• Sandy Hook School: Nothing To See

    Along with answering questions like “Do you have hash browns or home fries?” the counter help at Sandy Hook Deli & Catering have become adept at answering “How can I see Sandy Hook School?” or “Where is the Sandy Hook memorial?” The answers, said Deli cashier Zandra Thompson, are “There is no reason to go there” and “There is no memorial.” Employees continue to see people from as far away as Georgia or the Carolinas. The lazy summer days bring in three to four people a week seeking to explore the scene of the 12/14 tragedy; higher numbers of people visit Sandy Hook Center on weekends. Most visitors are looking for a memorial and wish to pay their respects to those killed that Friday morning. A few have less than honorable reasons to visit. Access to Dickinson Drive, which leads to Sandy Hook Elementary School, has been limited to officials since the shootings. On January 4, 2013, Public Works employees placed huge cement blocks across the driveway to increase security at the crime scene. Those barriers remain in place, along with surveillance equipment and numerous signs warning that trespassers will be prosecuted.

  • Police Reports July 14 - 21, 2013

    Knife Found Police report they continue to hold a found knife for safekeeping. The folding-style pocket knife was found on Canterbury Lane in Sandy Hook on April 15, police said. Canterbury Lane exten...

  • Fire Reports July 18 - 24, 2013

    The dispatchers at the Newtown Emergency Communications Center at 3 Main Street report the following fire calls and the responders:   Thursday, July 18: 9:10 am, investigation, 28 Lyrical Lane, Sandy Hook respo...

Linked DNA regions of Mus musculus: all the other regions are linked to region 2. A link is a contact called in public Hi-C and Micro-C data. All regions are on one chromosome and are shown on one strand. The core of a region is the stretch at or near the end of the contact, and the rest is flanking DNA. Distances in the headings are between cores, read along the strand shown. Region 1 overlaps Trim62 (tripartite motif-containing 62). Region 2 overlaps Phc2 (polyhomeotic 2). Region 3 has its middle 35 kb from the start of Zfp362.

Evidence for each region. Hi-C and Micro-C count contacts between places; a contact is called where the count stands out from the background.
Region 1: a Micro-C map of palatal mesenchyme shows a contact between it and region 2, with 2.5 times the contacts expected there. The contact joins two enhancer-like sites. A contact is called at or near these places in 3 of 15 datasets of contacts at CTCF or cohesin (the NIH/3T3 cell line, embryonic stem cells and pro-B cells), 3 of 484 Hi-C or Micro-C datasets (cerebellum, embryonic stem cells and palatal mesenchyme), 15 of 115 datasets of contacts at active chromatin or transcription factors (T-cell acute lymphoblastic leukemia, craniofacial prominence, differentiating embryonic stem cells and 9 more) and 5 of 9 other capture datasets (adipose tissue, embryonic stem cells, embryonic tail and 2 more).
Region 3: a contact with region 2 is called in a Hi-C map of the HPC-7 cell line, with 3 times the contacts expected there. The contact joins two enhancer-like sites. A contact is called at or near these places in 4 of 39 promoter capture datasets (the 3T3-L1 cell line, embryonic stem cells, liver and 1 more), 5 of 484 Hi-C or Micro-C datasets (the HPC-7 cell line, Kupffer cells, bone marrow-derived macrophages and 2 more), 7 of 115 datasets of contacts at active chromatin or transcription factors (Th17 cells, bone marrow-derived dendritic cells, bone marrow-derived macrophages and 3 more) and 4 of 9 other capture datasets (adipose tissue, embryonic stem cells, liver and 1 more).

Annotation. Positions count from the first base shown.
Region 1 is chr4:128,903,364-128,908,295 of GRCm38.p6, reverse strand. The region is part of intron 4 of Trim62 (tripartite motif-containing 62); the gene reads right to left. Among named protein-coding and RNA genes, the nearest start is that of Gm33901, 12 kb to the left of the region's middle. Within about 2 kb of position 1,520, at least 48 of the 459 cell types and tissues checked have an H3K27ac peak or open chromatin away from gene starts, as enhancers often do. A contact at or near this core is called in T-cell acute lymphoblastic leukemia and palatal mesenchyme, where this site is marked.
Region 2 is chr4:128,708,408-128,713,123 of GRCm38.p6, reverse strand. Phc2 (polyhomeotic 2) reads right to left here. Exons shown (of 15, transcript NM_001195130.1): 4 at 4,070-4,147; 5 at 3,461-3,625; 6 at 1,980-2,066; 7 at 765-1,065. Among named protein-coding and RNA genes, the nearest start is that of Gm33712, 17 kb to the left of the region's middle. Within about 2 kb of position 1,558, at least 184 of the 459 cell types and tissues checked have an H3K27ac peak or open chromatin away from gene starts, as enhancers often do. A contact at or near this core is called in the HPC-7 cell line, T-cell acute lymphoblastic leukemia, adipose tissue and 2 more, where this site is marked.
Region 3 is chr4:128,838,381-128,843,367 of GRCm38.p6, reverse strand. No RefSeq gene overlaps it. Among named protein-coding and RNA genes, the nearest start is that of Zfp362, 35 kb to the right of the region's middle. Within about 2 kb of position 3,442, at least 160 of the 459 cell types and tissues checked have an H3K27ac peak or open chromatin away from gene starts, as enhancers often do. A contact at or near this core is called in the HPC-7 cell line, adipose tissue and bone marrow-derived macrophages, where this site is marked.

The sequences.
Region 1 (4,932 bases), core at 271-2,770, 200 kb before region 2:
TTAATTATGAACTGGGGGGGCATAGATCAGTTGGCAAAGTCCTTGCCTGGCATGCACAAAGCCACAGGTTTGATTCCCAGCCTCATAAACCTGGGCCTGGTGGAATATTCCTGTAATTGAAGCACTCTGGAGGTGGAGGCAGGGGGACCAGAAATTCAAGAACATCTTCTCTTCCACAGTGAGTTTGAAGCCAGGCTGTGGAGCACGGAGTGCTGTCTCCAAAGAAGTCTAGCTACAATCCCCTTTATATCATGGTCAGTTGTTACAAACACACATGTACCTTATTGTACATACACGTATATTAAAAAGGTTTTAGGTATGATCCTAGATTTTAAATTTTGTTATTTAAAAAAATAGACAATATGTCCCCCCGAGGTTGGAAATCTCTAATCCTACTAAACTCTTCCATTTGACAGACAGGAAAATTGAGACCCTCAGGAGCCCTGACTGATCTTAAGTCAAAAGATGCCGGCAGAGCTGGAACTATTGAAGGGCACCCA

• Ambulance Garage Groundbreaking July 29

    A groundbreaking ceremony for the new headquarters of Newtown Volunteer Ambulance Corps will be on Monday evening, July 29, at 6 pm. The event will be held at Fairfield Hills campus at the garage’s new location, across from Reed Intermediate School. The new building’s design has taken into consideration the need for increased integration with other Newtown-based health and wellness organizations, with a second floor devoted to education. Features of the building will include individual crew-member bunk rooms, office space for the executive board and the Newtown Volunteer Ambulance Association Inc, three double-long garage bays, and technologically advanced electronic and security systems.

  • Sobriety Checkpoint Nets Three Motorists On DUI Charges

    During a sobriety checkpoint held on South Main Street on the night of Friday, July 19, and early morning hours of Saturday, July 20, police charged three motorists with driving under the influence, according to Newtown Police Sergeant John Cole. Police set up the eight-hour checkpoint on the section of South Main Street just south of its intersection with Borough Lane, using a large commercial parking lot there as a location for investigations. Police estimate that about 550 drivers passed through the checkpoint. All motorists driving in both directions on the road were stopped and briefly interviewed by police to determine whether they were driving under the influence of alcohol and/or drugs.